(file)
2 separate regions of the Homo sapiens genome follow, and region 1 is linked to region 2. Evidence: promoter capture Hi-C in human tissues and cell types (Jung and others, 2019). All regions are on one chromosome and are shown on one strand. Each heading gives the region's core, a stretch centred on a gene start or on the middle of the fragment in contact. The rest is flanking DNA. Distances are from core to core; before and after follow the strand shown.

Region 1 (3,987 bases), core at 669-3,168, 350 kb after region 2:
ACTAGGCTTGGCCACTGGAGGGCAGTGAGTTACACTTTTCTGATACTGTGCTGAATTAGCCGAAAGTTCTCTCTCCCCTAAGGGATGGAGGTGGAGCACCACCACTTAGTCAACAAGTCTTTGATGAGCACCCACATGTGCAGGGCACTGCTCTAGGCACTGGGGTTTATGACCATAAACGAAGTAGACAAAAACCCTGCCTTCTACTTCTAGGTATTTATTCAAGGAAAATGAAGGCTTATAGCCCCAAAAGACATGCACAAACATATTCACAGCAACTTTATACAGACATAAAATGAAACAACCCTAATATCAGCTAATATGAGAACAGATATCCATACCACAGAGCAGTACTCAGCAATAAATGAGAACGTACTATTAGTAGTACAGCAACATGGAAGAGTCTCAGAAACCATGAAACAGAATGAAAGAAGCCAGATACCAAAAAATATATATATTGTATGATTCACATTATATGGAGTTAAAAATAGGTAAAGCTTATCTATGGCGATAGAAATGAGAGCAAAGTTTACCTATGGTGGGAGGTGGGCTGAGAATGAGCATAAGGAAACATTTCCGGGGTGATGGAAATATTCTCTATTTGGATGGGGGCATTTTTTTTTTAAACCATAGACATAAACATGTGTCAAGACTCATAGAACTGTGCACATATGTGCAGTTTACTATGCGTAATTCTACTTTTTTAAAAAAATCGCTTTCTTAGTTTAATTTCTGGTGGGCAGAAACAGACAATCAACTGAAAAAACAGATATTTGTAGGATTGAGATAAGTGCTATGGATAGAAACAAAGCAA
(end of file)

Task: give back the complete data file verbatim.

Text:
2 separate regions of the Homo sapiens genome follow, and region 1 is linked to region 2. Evidence: promoter capture Hi-C in human tissues and cell types (Jung and others, 2019). All regions are on one chromosome and are shown on one strand. Each heading gives the region's core, a stretch centred on a gene start or on the middle of the fragment in contact. The rest is flanking DNA. Distances are from core to core; before and after follow the strand shown.

Region 1 (3,987 bases), core at 669-3,168, 350 kb after region 2:
ACTAGGCTTGGCCACTGGAGGGCAGTGAGTTACACTTTTCTGATACTGTGCTGAATTAGCCGAAAGTTCTCTCTCCCCTAAGGGATGGAGGTGGAGCACCACCACTTAGTCAACAAGTCTTTGATGAGCACCCACATGTGCAGGGCACTGCTCTAGGCACTGGGGTTTATGACCATAAACGAAGTAGACAAAAACCCTGCCTTCTACTTCTAGGTATTTATTCAAGGAAAATGAAGGCTTATAGCCCCAAAAGACATGCACAAACATATTCACAGCAACTTTATACAGACATAAAATGAAACAACCCTAATATCAGCTAATATGAGAACAGATATCCATACCACAGAGCAGTACTCAGCAATAAATGAGAACGTACTATTAGTAGTACAGCAACATGGAAGAGTCTCAGAAACCATGAAACAGAATGAAAGAAGCCAGATACCAAAAAATATATATATTGTATGATTCACATTATATGGAGTTAAAAATAGGTAAAGCTTATCTATGGCGATAGAAATGAGAGCAAAGTTTACCTATGGTGGGAGGTGGGCTGAGAATGAGCATAAGGAAACATTTCCGGGGTGATGGAAATATTCTCTATTTGGATGGGGGCATTTTTTTTTTAAACCATAGACATAAACATGTGTCAAGACTCATAGAACTGTGCACATATGTGCAGTTTACTATGCGTAATTCTACTTTTTTAAAAAAATCGCTTTCTTAGTTTAATTTCTGGTGGGCAGAAACAGACAATCAACTGAAAAAACAGATATTTGTAGGATTGAGATAAGTGCTATGGATAGAAACAAAGCAA